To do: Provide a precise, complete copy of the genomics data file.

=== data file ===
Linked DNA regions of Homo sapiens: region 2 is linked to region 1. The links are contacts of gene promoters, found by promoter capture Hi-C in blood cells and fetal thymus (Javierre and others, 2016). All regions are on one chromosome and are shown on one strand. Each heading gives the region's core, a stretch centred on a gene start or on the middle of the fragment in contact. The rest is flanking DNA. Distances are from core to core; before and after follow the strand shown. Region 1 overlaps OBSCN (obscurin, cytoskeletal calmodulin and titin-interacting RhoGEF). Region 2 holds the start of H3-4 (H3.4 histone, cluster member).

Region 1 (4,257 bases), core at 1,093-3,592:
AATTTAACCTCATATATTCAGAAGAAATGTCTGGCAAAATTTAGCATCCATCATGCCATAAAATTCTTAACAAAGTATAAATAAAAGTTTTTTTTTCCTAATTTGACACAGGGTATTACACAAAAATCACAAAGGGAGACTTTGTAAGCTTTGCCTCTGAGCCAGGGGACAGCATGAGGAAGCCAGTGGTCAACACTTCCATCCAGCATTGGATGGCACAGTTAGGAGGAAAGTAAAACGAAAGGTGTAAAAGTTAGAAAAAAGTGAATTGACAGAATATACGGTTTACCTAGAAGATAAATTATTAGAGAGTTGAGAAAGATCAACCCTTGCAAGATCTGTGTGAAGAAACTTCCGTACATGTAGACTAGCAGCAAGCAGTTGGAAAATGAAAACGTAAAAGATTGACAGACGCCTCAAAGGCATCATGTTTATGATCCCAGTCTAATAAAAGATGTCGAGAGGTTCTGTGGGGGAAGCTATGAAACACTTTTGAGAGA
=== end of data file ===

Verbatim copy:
Linked DNA regions of Homo sapiens: region 2 is linked to region 1. The links are contacts of gene promoters, found by promoter capture Hi-C in blood cells and fetal thymus (Javierre and others, 2016). All regions are on one chromosome and are shown on one strand. Each heading gives the region's core, a stretch centred on a gene start or on the middle of the fragment in contact. The rest is flanking DNA. Distances are from core to core; before and after follow the strand shown. Region 1 overlaps OBSCN (obscurin, cytoskeletal calmodulin and titin-interacting RhoGEF). Region 2 holds the start of H3-4 (H3.4 histone, cluster member).

Region 1 (4,257 bases), core at 1,093-3,592:
AATTTAACCTCATATATTCAGAAGAAATGTCTGGCAAAATTTAGCATCCATCATGCCATAAAATTCTTAACAAAGTATAAATAAAAGTTTTTTTTTCCTAATTTGACACAGGGTATTACACAAAAATCACAAAGGGAGACTTTGTAAGCTTTGCCTCTGAGCCAGGGGACAGCATGAGGAAGCCAGTGGTCAACACTTCCATCCAGCATTGGATGGCACAGTTAGGAGGAAAGTAAAACGAAAGGTGTAAAAGTTAGAAAAAAGTGAATTGACAGAATATACGGTTTACCTAGAAGATAAATTATTAGAGAGTTGAGAAAGATCAACCCTTGCAAGATCTGTGTGAAGAAACTTCCGTACATGTAGACTAGCAGCAAGCAGTTGGAAAATGAAAACGTAAAAGATTGACAGACGCCTCAAAGGCATCATGTTTATGATCCCAGTCTAATAAAAGATGTCGAGAGGTTCTGTGGGGGAAGCTATGAAACACTTTTGAGAGA